Fr David McGladdery’s Sermon for Corpus Christi Sunday
“Those who eat my flesh and drink my blood abide in me, and I in them.”
Last week, we celebrated the ministry of our lay ministers of Communion. Today, on this Corpus Christi Sunday, we give thanks to God for the great gift of Holy Communion. The Body and Blood of Christ. The Holy Communion, The Mass, the Eucharist, is why we are here week after week in this holy place to do what Jesus commanded us to do…to break bread; to pour wine and to share his body and blood in memory of Him. And we haven’t forgotten.
One of the privileges of ministry is bringing Holy Communion to those who are housebound at home or in hospital because of illness or in one of our nursing homes. There are two main purposes of a communion visit, and which of these purposes is more prominent varies depending on the person and the situation.
The first purpose is, of course, to bring the Holy Sacrament to people who cannot come to church on Sunday to receive Holy Communion. It confers blessing, grace and healing. To receive Holy Communion is to receive God’s Love, and to be transformed within by its power. On any given Sunday, when we gather in this holy place and present ourselves to the Father – what happens? God, the Father presents himself to us as the Word made flesh. But only I know how small and weak and sinful I am…how inadequate is the gift of myself:
“We are not worthy so much as to gather up the crumbs under thy table…”
And yet in return for me… I receive into my soul the all holy, all pure, all loving God, before whom the angels veil their faces.
The great theologian, Blessed Cardinal John Henry Newman said, “it only takes one Holy Communion to make a saint.”
When the Lord comes to you and to me, through the bread and wine – the body and blood of Jesus the Christ of God – he communicates all of his loveliness to us – so we may use it, and become a witness for Him in the darkness of this world. Our God descends to our level, in order to lift him up to His. So that we will become what he is – and he is: Love. So that we are to be changed into Love.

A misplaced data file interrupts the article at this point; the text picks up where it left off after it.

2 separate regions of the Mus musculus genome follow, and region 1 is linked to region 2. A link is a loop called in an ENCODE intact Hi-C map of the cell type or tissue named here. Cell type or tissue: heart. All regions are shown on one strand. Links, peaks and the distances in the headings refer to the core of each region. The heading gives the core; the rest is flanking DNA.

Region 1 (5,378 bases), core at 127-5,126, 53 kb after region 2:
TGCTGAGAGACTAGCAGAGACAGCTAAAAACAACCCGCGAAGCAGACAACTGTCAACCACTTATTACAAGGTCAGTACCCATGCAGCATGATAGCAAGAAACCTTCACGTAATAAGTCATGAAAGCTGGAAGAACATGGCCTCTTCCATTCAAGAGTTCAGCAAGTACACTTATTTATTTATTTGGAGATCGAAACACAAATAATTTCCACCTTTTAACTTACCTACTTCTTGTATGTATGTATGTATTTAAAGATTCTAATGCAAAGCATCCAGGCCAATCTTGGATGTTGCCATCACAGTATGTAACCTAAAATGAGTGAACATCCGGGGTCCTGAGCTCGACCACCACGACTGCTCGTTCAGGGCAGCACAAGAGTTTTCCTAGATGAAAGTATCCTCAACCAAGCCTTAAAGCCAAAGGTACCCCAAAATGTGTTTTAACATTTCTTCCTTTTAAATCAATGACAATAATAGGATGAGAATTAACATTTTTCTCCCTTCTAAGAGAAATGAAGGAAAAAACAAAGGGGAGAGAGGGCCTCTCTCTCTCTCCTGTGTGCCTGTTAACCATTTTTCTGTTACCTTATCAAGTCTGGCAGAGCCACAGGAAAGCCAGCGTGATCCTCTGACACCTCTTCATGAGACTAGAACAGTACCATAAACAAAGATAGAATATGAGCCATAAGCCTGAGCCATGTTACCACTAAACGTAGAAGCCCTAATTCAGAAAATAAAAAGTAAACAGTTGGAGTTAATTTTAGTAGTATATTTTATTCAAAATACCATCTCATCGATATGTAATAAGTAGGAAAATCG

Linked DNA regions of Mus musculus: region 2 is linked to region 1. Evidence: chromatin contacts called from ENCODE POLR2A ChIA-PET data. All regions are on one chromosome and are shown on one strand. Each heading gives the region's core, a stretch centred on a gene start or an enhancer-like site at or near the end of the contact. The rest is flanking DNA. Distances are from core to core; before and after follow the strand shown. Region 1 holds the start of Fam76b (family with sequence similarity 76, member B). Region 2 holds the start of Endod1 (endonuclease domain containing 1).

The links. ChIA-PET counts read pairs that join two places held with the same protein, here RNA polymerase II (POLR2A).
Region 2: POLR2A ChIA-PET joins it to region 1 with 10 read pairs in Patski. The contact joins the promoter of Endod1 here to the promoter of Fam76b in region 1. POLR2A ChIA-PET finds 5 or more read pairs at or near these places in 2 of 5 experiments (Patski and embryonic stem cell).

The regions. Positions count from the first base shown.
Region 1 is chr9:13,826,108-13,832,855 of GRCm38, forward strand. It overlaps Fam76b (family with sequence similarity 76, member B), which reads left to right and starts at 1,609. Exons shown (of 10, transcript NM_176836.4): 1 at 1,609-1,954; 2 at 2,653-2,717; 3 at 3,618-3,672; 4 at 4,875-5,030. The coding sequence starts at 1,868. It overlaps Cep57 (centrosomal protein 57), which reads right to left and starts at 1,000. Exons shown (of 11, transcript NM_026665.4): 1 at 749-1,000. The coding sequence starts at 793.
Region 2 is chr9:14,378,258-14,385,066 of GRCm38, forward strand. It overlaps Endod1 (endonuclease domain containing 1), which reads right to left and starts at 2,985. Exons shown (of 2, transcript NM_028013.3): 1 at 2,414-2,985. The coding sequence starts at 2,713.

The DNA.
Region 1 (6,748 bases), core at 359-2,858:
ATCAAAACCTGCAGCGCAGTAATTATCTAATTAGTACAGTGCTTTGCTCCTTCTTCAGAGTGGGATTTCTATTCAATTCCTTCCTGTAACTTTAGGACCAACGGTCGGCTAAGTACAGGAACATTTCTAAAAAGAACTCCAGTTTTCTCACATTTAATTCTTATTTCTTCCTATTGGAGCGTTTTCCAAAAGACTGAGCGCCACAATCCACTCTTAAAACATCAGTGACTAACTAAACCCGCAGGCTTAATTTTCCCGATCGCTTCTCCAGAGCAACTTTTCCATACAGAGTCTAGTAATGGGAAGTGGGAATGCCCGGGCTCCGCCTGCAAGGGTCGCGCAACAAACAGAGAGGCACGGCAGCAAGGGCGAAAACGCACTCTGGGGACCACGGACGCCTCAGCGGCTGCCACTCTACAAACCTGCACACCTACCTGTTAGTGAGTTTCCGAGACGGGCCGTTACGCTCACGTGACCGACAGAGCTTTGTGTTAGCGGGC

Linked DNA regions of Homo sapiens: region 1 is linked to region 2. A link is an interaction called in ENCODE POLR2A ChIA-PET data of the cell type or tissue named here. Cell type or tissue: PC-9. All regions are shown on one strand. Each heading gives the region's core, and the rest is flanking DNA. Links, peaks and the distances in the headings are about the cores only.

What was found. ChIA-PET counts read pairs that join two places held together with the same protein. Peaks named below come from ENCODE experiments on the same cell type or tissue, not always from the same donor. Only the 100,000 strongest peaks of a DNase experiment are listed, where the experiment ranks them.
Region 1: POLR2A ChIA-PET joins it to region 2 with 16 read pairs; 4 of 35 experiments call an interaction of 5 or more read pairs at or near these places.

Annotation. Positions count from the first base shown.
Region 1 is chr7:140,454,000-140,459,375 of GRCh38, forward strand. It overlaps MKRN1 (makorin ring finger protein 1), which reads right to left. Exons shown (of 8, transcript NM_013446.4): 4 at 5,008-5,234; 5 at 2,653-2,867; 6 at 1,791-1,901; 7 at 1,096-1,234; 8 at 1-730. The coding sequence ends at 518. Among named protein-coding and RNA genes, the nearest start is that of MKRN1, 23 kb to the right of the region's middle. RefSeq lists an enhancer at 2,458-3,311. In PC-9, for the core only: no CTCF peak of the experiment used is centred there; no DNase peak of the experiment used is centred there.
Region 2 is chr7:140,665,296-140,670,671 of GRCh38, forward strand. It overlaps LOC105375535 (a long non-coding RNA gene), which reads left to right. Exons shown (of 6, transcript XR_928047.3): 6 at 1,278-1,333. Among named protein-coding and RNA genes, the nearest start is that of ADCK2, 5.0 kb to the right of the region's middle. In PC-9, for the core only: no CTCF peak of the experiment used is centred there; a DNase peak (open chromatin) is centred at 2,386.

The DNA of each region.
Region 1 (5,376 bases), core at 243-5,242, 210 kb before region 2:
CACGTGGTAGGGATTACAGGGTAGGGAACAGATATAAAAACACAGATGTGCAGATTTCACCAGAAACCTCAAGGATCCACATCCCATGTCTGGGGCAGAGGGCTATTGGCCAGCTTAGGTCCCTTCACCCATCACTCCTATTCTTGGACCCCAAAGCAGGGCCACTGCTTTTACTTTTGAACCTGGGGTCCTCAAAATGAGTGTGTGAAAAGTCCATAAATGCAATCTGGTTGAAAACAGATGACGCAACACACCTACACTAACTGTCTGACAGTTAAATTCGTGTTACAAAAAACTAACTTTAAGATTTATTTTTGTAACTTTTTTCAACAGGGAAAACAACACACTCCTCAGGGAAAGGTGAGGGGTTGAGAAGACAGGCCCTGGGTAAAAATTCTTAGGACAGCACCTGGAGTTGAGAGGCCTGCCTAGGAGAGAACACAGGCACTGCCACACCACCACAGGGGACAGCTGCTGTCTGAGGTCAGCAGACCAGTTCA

Love is not something vague, something theoretical – St Paul analysed the nature of love when he wrote in the 13th Chapter of 1st Corinthians that “love is patient, love is kind; it feels no envy, it is never perverse or proud; it does not brood over an injury, it takes no pleasure in misfortune, but rejoices in the victory of truth. It sustains, it hopes, it endures all things.” This is a description of Jesus, our Lord, who is the very image of God in human shape. It is a description of you and me.
When the housebound and those in hospital receive Holy Communion, they also enjoy seeing another person, chatting for awhile, feeling connected with the community, feeling cared about and included, and receiving the latest news from church. After all, sick and old people are often quite lonely. For some, the grace and blessing is found in fellowship, and it is the community (the holy communion of love) that they miss most when they can’t come to Church. But often, I feel that the person who I give Holy Communion to, is actually ministering to me – by their patience, their courage, their faith.
Whatever someone is longing to receive, whether it be the sacramental blessing of the Body and Blood or simply companionship and relationship, the benefit is real and is healing. Either way, the visit and its “purpose” is Sacramental. Remember “companion” means, “the one who shares bread”. Either way, the person is receiving love, blessing and strength from the Body of Christ, the People of Christ – that’s you and me – who have become like Christ by being nourished by Christ’s flesh and blood. We become what we eat.
When we visit someone; when we spend time with one another; when we give of ourselves to one another, we bring the presence of the Body of Christ to one another in the same way as the presence of Christ is infused into our lives when we receive Holy Communion. And the sacrament of fellowship, of relationship, the sacrament of being part of a community, is no less holy, mysterious, and profound than the sacrament of consecrated bread and wine. They both transform a person. They both heal. They both bring blessing and strength of faith. They are both about the reality of love. They are both a foretaste of what Heaven is like.
If we gaze at the Lord long enough and lovingly enough, in the eyes and faces of all we meet from day to day; if we gaze upon God’s beauty in each other, we will, without a doubt, come to see the face of the Lord.
May this be our prayer, as we stretch out our hands and raise our lips to receive the Lord’s Body and Blood, given for us, “ let us feed on Him in our hearts, by faith with thanksgiving”… and know, deep down in the very depths of our being – that we are changed to become like the God, whose name is: Love. Amen.